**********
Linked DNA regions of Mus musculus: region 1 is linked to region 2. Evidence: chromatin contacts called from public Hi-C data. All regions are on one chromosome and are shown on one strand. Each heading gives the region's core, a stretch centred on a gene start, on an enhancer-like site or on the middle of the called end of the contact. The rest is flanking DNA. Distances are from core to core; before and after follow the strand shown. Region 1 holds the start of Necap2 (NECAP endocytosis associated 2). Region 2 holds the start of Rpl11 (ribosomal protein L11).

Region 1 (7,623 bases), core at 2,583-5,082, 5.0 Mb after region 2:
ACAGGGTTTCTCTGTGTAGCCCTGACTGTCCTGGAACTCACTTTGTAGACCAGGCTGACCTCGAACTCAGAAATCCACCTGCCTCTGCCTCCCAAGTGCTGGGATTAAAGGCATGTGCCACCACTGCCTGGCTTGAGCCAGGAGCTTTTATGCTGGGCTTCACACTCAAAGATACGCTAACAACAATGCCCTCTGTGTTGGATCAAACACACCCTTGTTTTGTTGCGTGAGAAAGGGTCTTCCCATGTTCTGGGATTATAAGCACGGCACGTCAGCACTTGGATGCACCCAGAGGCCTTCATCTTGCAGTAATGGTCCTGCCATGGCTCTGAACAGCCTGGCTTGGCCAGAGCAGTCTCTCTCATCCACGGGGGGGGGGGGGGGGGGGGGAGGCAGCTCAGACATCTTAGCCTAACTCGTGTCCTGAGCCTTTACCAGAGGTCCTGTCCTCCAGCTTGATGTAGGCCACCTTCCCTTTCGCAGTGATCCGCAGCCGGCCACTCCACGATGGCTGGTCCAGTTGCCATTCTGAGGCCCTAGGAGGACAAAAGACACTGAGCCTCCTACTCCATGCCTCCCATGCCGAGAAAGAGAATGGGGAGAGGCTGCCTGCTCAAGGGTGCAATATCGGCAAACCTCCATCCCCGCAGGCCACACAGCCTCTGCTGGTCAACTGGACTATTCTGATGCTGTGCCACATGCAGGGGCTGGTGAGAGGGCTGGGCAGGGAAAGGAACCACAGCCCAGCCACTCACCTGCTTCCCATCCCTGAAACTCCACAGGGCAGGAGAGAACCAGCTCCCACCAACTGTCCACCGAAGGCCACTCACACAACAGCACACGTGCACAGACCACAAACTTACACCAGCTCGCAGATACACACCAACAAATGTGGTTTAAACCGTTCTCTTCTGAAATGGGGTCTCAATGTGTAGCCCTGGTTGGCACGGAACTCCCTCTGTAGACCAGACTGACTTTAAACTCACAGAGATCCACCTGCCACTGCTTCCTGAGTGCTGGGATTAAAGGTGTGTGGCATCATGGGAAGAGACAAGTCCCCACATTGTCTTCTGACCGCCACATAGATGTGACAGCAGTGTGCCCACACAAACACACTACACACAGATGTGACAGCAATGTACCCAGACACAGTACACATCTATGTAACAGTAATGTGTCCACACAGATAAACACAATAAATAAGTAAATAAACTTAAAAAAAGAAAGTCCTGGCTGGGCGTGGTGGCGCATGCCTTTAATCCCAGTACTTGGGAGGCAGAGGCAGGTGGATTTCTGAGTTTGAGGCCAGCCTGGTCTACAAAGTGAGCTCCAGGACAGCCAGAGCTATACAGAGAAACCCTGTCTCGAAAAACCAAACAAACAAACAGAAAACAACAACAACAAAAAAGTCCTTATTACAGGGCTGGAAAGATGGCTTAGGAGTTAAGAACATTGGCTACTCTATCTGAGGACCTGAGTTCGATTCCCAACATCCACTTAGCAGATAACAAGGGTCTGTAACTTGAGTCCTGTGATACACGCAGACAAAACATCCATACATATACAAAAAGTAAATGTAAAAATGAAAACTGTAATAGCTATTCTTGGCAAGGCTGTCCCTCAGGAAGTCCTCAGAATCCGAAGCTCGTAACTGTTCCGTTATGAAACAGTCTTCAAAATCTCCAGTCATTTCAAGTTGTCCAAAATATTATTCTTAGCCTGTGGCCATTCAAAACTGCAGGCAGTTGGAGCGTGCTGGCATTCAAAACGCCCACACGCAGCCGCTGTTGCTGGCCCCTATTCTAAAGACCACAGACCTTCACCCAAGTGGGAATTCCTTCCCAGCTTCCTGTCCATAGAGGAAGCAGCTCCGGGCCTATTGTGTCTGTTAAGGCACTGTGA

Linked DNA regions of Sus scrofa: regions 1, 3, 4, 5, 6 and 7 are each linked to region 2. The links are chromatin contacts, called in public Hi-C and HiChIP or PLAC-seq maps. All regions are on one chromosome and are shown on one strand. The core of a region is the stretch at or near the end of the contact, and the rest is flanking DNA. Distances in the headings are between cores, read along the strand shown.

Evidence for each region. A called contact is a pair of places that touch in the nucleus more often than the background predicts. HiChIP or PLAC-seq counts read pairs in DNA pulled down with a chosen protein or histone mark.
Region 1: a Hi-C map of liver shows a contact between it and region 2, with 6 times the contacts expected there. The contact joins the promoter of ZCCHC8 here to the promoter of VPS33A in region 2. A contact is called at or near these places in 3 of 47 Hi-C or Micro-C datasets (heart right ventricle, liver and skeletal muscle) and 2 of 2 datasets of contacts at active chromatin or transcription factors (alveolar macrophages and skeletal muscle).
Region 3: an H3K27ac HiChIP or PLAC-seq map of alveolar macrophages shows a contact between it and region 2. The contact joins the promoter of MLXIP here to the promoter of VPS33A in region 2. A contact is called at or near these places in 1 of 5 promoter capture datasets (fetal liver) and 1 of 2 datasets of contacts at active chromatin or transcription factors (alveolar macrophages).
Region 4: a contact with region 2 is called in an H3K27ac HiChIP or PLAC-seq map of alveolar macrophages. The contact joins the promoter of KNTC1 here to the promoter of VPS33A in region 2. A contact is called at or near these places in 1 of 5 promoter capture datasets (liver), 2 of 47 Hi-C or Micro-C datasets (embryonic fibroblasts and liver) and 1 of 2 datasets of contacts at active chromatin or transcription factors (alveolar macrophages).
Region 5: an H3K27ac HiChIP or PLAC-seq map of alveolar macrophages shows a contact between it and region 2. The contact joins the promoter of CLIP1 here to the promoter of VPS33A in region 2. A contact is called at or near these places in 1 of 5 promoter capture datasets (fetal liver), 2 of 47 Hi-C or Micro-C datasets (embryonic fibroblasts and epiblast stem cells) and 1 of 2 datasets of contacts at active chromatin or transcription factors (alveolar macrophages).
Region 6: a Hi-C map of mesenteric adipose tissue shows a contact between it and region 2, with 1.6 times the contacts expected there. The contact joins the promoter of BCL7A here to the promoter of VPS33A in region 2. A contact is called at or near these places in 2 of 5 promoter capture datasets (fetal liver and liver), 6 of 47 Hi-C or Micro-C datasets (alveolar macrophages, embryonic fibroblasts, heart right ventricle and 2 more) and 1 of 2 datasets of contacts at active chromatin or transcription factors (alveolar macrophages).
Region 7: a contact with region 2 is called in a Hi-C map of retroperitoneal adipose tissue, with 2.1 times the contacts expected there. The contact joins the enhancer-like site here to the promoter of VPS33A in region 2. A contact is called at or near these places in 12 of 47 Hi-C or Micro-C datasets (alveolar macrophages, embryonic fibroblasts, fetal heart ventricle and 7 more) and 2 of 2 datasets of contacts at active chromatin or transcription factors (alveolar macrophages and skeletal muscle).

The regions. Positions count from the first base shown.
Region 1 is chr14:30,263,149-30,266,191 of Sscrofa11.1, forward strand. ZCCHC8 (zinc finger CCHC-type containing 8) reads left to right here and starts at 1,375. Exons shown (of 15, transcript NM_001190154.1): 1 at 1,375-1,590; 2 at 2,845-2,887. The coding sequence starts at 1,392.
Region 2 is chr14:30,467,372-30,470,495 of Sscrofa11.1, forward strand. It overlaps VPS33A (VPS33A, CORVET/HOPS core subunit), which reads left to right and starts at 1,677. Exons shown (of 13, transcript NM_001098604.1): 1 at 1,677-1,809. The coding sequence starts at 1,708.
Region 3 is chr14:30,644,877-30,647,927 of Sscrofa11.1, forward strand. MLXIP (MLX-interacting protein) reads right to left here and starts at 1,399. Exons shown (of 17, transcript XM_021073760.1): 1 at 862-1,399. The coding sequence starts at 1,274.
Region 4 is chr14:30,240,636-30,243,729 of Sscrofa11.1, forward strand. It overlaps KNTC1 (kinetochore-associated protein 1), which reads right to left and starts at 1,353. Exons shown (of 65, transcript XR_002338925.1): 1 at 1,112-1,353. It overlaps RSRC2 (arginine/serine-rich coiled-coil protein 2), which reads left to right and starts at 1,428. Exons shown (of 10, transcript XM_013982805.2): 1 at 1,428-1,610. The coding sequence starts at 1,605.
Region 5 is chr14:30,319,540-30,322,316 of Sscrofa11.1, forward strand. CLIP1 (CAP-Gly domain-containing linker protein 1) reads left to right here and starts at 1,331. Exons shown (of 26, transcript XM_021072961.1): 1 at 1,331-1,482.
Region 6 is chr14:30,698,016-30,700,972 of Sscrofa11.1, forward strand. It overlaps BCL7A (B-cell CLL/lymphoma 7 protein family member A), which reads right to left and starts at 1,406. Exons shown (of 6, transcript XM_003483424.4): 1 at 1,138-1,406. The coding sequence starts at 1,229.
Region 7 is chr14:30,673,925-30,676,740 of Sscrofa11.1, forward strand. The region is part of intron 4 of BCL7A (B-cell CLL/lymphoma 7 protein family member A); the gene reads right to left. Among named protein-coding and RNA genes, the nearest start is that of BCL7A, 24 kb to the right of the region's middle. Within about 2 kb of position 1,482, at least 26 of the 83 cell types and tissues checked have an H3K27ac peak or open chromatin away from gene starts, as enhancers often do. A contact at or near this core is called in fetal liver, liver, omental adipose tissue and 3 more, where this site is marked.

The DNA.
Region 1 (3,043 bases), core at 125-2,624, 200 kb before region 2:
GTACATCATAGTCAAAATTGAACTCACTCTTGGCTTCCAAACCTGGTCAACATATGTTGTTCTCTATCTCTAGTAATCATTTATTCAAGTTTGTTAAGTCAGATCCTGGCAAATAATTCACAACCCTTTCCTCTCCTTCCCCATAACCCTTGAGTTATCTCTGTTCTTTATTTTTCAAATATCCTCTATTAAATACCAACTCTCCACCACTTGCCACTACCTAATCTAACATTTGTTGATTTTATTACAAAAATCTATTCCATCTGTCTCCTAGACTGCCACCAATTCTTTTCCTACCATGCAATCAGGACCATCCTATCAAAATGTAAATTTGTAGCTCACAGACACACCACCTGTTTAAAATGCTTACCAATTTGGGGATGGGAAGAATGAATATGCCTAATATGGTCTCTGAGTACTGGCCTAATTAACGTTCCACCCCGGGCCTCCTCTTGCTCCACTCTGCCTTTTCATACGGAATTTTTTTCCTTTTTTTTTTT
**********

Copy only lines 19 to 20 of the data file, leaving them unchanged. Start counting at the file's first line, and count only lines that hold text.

Region 7 is chr14:30,673,925-30,676,740 of Sscrofa11.1, forward strand. The region is part of intron 4 of BCL7A (B-cell CLL/lymphoma 7 protein family member A); the gene reads right to left. Among named protein-coding and RNA genes, the nearest start is that of BCL7A, 24 kb to the right of the region's middle. Within about 2 kb of position 1,482, at least 26 of the 83 cell types and tissues checked have an H3K27ac peak or open chromatin away from gene starts, as enhancers often do. A contact at or near this core is called in fetal liver, liver, omental adipose tissue and 3 more, where this site is marked.

The DNA.